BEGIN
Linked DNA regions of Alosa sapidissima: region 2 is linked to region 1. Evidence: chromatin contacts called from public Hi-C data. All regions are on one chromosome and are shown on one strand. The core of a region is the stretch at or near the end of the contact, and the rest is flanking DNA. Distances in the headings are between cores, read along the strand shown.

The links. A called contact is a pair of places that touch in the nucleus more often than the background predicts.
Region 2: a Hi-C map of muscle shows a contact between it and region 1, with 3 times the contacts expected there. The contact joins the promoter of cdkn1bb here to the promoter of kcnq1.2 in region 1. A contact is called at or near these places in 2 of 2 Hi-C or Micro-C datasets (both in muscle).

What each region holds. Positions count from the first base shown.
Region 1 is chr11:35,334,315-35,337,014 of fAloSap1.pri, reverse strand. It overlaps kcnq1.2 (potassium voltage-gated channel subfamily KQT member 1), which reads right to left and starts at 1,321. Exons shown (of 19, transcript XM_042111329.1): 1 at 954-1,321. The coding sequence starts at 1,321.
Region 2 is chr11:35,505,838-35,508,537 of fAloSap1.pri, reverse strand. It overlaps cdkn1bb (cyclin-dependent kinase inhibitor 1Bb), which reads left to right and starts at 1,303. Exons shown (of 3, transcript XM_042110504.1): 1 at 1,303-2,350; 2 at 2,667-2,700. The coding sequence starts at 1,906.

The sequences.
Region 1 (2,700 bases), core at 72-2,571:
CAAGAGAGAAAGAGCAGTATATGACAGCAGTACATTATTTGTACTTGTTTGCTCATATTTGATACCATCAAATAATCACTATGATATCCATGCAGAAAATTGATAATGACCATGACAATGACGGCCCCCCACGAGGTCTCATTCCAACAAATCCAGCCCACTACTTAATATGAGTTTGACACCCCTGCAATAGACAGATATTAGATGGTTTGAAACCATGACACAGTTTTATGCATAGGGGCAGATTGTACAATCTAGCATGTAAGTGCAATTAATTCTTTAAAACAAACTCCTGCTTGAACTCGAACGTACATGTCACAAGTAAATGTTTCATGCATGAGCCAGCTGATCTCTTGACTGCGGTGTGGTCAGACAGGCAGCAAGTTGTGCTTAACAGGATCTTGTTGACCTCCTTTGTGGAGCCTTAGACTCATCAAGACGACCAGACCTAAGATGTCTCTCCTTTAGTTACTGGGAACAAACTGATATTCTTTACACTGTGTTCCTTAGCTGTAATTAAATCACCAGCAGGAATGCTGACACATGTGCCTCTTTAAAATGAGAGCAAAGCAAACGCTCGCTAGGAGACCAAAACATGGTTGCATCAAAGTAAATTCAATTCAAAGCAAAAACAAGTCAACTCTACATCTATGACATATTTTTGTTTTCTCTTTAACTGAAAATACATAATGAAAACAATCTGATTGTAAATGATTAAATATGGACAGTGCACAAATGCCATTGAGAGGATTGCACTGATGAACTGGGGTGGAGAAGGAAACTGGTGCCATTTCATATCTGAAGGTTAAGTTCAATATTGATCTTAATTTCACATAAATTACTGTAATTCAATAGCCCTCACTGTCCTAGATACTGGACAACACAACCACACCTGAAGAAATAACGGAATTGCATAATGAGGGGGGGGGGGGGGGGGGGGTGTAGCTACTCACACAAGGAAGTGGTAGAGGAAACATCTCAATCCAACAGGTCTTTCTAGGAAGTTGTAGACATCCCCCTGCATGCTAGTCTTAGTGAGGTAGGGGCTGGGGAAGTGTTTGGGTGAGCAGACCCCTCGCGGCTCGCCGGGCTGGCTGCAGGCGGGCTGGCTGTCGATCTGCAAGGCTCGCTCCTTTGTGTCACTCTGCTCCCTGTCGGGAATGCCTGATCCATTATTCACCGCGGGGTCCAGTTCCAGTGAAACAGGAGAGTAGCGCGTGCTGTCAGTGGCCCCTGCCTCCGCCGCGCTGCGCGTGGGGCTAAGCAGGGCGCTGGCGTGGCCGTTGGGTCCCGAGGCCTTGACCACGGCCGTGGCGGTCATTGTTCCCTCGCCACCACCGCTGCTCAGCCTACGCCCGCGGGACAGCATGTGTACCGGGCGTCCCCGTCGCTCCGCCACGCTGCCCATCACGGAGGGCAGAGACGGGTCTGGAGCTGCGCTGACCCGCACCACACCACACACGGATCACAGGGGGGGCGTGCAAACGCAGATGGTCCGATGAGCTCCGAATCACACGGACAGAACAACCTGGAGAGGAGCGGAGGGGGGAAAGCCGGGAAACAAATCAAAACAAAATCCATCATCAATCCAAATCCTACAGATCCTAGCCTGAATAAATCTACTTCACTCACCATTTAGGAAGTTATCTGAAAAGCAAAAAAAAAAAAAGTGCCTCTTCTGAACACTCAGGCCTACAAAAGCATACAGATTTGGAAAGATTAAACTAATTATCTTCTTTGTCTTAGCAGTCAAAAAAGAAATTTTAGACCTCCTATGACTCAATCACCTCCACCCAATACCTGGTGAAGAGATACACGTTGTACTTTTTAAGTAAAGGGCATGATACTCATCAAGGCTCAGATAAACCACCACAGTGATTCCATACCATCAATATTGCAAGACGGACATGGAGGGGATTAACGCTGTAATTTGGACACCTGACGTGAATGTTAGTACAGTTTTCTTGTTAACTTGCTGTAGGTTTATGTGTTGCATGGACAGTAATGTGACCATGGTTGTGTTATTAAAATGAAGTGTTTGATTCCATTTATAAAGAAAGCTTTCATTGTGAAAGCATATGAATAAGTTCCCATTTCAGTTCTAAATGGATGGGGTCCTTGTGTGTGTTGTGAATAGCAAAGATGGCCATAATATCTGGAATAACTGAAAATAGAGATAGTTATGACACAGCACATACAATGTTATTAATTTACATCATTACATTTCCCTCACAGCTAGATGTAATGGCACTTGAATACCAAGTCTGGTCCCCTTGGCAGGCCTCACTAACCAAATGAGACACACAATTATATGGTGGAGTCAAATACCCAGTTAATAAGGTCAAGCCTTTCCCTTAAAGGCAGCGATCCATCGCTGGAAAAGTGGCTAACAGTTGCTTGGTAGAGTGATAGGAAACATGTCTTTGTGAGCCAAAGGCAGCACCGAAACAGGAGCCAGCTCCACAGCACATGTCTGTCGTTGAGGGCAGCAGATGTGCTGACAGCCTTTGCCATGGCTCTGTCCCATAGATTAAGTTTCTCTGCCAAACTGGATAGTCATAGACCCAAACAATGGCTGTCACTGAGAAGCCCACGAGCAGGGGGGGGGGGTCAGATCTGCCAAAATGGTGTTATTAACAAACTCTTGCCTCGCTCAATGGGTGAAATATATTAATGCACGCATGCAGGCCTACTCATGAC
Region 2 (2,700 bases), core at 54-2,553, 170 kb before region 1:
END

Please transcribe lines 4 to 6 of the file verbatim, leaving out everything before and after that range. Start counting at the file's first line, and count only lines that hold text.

What each region holds. Positions count from the first base shown.
Region 1 is chr11:35,334,315-35,337,014 of fAloSap1.pri, reverse strand. It overlaps kcnq1.2 (potassium voltage-gated channel subfamily KQT member 1), which reads right to left and starts at 1,321. Exons shown (of 19, transcript XM_042111329.1): 1 at 954-1,321. The coding sequence starts at 1,321.
Region 2 is chr11:35,505,838-35,508,537 of fAloSap1.pri, reverse strand. It overlaps cdkn1bb (cyclin-dependent kinase inhibitor 1Bb), which reads left to right and starts at 1,303. Exons shown (of 3, transcript XM_042110504.1): 1 at 1,303-2,350; 2 at 2,667-2,700. The coding sequence starts at 1,906.